I've never had a male show interest to me in my life, and vice versa, but my family always pushed me and still pushes me towards it adamantly. Would this environment, that I can't control, prevent me from ever being a real butch?
    I assume it's a similar case with males calling attention, or people judging someone by their height. Societal things we have to deal with, that can get hard sometimes, so some choose to transition to be able to avoid it. But here we all know that that's not the answer.

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    1. Actually its nothing like males/height, more like orange and toad. WE Butch lesbians actually exist. Yes we exist in only a few thousand at any given time, BUT we still exist. WE ARE REAL! There isnt a measuring rod for how butch, there is just simply BUTCH!

      Where you find a lesbian measuring "butch" you will surely find a lesbian who is NOT Butch. I REFUSE TO BE INVISIBLIZED because some dykes who do not fit into the Gender Straight Jacket for women foolishly (wishfully?)default to Butch. I will continue to correct them/whoever whenever I see it.

      Butch is more than a flannel shirt and a pair of holey Levis, it is a biological/sociological/sexual orientation strung together with a rare unique human experience. As is all types of human. If you dont feel special and think you will by marginalizing and coopting a human experience as your own, think again.

      And Anon, I dont trivialize dykes, if dykes feel that way? They need to seriously examine their internal misogyny.

      dirt

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    2. I've seen your posts relating to butches, and then many comments after asking what exactly you mean. I think I've got an idea, but it is unlike anything I have ever seen in media or read online. But I do think I see what you mean. However, the overwhelming majority of people have common outside influences telling them what "butch" is, and what they see is their definition of the word. It's basically synonymous with dyke. In some cases, a more hardcore version of dyke.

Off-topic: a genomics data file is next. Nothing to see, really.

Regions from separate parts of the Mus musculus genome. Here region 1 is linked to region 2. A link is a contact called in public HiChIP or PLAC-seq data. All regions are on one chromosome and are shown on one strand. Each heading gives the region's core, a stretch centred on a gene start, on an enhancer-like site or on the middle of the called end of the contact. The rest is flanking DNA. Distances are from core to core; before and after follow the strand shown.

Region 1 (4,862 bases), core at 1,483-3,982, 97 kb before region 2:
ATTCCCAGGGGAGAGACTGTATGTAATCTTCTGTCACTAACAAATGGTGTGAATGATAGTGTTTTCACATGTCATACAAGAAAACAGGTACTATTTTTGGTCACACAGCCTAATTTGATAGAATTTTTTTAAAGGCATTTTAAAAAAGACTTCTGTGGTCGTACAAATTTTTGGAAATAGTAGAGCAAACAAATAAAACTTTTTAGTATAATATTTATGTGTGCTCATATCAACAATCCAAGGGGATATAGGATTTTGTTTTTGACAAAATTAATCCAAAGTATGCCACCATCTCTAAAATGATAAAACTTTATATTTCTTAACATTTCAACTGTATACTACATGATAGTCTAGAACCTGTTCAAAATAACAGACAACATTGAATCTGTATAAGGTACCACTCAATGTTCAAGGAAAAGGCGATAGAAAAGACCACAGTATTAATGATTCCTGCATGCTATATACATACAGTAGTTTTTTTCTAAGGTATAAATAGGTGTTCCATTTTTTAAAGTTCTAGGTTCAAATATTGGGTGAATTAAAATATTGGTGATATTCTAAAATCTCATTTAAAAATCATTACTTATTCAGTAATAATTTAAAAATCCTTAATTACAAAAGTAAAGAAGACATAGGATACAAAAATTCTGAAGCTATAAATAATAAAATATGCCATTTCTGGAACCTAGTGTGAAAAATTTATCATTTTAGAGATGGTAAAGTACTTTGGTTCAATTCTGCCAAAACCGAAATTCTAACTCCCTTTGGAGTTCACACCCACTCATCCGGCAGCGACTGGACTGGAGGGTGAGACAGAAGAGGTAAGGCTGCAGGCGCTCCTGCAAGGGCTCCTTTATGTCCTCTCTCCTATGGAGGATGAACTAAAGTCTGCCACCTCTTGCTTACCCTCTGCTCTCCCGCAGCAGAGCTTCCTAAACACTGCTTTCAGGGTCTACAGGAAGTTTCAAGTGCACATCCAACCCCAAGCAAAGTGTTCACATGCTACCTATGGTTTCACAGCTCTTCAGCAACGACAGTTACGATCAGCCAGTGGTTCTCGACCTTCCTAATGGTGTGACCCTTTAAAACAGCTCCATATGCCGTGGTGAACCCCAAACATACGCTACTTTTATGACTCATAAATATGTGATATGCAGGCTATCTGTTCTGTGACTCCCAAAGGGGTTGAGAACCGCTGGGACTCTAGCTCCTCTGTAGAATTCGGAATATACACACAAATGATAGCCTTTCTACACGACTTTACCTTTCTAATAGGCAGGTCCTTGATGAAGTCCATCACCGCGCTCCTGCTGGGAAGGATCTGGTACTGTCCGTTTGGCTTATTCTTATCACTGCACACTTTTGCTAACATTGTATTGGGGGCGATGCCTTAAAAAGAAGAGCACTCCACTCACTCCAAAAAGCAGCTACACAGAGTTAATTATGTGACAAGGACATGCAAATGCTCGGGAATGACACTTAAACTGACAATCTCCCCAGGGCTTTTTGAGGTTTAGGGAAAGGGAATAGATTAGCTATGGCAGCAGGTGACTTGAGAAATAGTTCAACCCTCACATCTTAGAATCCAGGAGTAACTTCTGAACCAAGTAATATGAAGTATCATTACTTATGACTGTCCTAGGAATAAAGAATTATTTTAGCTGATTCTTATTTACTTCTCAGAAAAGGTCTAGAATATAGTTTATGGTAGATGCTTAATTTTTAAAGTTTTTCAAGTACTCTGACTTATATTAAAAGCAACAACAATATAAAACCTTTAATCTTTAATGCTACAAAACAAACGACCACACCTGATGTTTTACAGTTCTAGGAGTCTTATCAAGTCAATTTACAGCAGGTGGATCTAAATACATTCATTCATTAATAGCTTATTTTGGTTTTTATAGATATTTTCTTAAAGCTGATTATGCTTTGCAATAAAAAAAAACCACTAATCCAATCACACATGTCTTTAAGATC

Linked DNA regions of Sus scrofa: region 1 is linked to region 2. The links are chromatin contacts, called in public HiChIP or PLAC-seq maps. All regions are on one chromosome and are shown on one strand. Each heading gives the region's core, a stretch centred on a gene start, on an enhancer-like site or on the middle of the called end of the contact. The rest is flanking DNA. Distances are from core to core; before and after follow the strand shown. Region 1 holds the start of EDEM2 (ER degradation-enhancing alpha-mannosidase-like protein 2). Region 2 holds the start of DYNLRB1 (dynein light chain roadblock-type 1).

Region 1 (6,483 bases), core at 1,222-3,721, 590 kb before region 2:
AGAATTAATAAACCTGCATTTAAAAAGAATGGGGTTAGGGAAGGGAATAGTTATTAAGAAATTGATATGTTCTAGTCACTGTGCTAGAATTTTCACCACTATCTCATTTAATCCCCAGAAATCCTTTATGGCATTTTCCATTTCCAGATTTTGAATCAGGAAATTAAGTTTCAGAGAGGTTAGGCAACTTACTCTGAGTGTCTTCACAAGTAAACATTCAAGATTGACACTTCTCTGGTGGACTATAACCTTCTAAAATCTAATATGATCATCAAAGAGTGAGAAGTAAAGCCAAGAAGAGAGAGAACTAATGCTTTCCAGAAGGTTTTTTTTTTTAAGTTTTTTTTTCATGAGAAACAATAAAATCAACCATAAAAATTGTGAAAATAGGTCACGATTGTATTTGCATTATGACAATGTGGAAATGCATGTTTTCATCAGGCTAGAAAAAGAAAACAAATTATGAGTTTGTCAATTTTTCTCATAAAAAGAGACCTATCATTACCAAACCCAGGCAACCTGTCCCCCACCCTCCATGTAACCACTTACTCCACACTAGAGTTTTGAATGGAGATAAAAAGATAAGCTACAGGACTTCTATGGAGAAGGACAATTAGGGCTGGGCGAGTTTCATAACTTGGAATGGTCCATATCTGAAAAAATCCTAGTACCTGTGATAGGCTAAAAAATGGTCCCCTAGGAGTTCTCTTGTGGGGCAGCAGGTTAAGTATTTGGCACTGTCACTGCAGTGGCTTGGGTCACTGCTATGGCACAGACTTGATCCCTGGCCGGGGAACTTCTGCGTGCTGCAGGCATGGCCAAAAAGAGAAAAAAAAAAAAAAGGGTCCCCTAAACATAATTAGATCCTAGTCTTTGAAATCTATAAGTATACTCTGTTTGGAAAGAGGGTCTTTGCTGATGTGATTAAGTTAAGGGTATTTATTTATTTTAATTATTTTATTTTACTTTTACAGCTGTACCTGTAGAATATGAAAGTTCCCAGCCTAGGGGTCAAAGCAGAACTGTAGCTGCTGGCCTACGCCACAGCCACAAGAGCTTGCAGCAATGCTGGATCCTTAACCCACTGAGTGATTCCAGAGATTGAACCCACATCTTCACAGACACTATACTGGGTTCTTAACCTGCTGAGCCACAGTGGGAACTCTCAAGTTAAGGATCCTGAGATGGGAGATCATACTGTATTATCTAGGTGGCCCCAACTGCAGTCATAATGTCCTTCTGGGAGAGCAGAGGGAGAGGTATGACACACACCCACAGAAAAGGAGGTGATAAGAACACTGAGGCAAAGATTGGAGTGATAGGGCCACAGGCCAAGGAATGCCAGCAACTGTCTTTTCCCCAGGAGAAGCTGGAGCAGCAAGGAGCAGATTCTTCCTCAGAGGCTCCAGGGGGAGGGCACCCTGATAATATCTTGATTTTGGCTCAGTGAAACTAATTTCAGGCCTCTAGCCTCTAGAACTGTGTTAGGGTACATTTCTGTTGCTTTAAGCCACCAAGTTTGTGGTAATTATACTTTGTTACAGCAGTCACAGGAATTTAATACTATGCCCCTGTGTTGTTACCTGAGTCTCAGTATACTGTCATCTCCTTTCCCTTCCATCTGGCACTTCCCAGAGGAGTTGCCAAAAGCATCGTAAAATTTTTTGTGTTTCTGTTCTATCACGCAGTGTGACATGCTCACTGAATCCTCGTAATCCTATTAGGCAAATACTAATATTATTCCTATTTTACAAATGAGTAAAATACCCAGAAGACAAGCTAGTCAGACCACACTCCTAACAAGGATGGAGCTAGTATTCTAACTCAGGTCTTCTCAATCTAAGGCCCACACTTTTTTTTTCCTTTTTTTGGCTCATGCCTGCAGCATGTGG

It would be interesting to have some external sources that define what butch means in your sense, Dirt. Maybe some literature or something.

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    3. I agree with that. We arent seen and when we are, we're presumed male, by lesbians and straights alike. This isnt just my experience, but the experience of any Butch I've personally known and those related to me by Femmes.

      Imagine you were an apple (I think I'm craving fruit), but the whole world showed oranges claiming THEY were apples? So every time someone saw an orange, they assumed apple. Thats what Butches deal with every day from the time we are born till the time we die.

      dirt

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    4. No way to fix it?

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    5. When your own community doesnt even know who/whats Butch, there certainly isnt going to be a way for the general public to get it.

      dirt

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  5. Not sure I'd count this as "privilege," but something that happened today reminded me of this post.

    I stayed late at work, so at close to 10 P.M. I was headed down a dark, dimly lit forested area on my way home. I felt the area was fairly safe, but I guess from all those stories you hear, you can't ever be too cautious.

    Anyway, I stopped to take a picture of a dimly lit street because I liked the way the few lamp lights illuminated the area. I lifted my phone up and waited for the camera to load, but instead of the street, what I saw was some dude in a dark shirt, with messy hair, and a sullen face hidden behind glasses suddenly pop up in front of me. I almost had a heart attack for that split second there. Literally, my heart lurched and I felt a sense of hopeless panic, until I realized my camera was on selfie mode.

    I knew some people were scared of me, but I thought it was because I wasn't exactly the friendliest person in the first place. Is it "butch privilege" to have people keep their distance because they might be scared? Perhaps as scared as they would be of some creepy guy?

    (I had always liked the distancing and never gave it second thought, by the way, because I'm happiest when people leave me alone. Now I'm just curious.)

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  6. Can you explain the difference between dyke and butch?